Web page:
Toddler behaviour: infuriating but essential!
It’s Wednesday, you and your toddler had a busy morning; you did the school run, went to the dentists, and then played at the park. You’re back home now and your toddler wants a snack. You’ve offered them four snacks already but none of them are right. They are getting angry, you are getting angry. You feel overwhelmed, angry, frustrated, bewildered, and stressed by your toddler’s behaviour. Why won’t they just pick something and get on with it?!
It is common for parents to feel overwhelmed, especially if they feel like they’re locked in a battle of wills with their toddler. Toddlers can push back against every request; they also have strong opinions on everything from whether they should be dressed to what colour cup they want. So, to understand what’s going on here let’s turn it around. Imagine that there’s a job advert for your family:
Toddler needed for full time role
A new opportunity has arisen in our family so we’re looking for a specialist to join our team. We need a toddler! Their responsibilities include changing the family dynamic, increasing fun and noise levels, and changing the way we look at the world.
Toddler job description
The toddler who joins our family will need to be willing to involve themselves in the following learning objectives
- Walking, running and jumping
- Finding new ways to communicate within our team
- Engage in a range of play activities
- Perform real life scientific experiments to explore the world around them
- Learning new skills and facts
- Enjoy discovering food and different ways to experience it
- Pushing the boundaries of fashion choices
- Gaining an understanding of bodily functions and their own control of them
- Gaining an individual understanding of how to fall asleep
- Reflecting on who they are and their place in the world
And above all, they successful candidate will learn to navigate the relationships in our family; define their own position in our team, and, finally, begin to understand their place in the world!!
Toddler person specification: behaviours and qualities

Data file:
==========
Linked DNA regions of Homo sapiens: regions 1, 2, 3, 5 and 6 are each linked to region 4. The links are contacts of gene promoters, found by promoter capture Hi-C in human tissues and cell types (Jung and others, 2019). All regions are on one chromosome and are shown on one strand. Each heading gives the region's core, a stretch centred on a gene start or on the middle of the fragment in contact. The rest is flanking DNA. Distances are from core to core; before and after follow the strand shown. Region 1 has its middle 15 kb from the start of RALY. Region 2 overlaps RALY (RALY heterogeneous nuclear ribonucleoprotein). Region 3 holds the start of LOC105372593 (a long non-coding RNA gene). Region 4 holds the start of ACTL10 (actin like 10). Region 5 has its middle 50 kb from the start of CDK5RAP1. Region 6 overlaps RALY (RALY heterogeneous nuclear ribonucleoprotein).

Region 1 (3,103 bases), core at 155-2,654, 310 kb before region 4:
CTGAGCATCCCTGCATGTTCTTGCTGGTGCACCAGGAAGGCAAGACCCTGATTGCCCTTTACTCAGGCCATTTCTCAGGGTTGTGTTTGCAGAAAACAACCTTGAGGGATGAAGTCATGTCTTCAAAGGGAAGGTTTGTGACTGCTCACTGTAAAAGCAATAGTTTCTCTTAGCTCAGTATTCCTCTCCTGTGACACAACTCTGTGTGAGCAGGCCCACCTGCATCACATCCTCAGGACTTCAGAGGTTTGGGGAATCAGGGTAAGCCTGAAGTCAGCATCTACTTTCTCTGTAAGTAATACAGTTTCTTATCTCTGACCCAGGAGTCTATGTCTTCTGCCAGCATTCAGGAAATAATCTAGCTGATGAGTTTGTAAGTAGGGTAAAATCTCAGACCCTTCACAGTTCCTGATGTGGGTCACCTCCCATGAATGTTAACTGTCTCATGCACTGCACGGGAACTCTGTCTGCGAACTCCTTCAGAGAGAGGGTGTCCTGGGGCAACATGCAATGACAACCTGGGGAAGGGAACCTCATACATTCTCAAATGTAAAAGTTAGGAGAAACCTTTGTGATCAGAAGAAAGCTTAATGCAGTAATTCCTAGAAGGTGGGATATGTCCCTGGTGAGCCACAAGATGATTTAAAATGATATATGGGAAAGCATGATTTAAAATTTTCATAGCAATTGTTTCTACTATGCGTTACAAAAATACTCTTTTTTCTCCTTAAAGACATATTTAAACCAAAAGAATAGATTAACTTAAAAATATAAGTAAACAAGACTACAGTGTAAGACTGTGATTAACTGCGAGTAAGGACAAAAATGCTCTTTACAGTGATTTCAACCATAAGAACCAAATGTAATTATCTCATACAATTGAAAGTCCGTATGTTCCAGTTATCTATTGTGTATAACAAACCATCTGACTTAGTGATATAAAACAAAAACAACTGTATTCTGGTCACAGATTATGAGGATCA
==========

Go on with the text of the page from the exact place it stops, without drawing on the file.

Certain qualities are necessary to enable the candidate to meet their objectives and fully develop their place in the family. The successful applicant will exhibit behaviours demonstrating these vital toddler qualities:
- determination– they will fall over and need to get back up and try again!
- strong willed – they need to find their place in the world and what they like and dislike and be able to communicate that effectively
- self-motivation – there are lots of distractions in the world and they need to be able to manage themselves to meet the needed learning objectives
- Bravery – they will face a lot of new experiences during this job!
- resilience– meeting all the learning objectives will mean overcoming a range of obstacles
- individuality – there are many external influences that will exert control
- curiosity– the level of experimentation required to meet the objectives needs a curious nature
- confidence– confidence will be key in navigating new relationships and finding their way in the world!
- ambition– there are a lot of objectives to meet! They will need the drive and ambition to keep learning and growing
They must wholeheartedly embrace every self-development opportunity they encounter.
Toddler behaviour and career progression
Successfully leaving the toddler years with all the qualities needed to navigate the next phase will require an extra dose of determination and strong will!
The parent’s role
…so that’s our imaginary job role.
As you can see, the exact qualities toddlers need to learn develop in the toddler years, are those that parents most want them to have as adults. However, they’re also the qualities that create the ‘toddler behaviour’ that so intensely frustrates parents in the moment! You want your toddler to be determined to get back up every time they fall when learning to walk; but that determination applied to wearing only a swimming costume and tutu on the school run can be incredibly frustrating!
Certainly, you need boundaries to keep your inquisitive toddler safe; however, those same boundaries are the ones they will push in their search for individual freedom!
To nurture those qualities in your toddler requires a lot of patience on your part. You have to allow your toddler freedom to explore, lots of control and chances to take risks but ensure they emerge from toddlerhood safely. Providing more control to your toddler can lessen conflict. For example, you can provide a choice of coat, cup, a shoes, or activity. Allow your little one to make their way in the world in order to meet all those learning objectives!
By Emily Taylor – It’s a Sling Thing (a CalmFamily hub)
Emily lives in Coventry with her two children and her husband Paul. She is part of the CalmFamily leadership team, running It’s Sling Thing, a hub of CalmFamily. Em home educates her children and supports parents with interactive online workshops.
Her next workshop is a toddler behaviour workshop that will delve deeper into this and loads more.Recommend0 recommendationsPublished in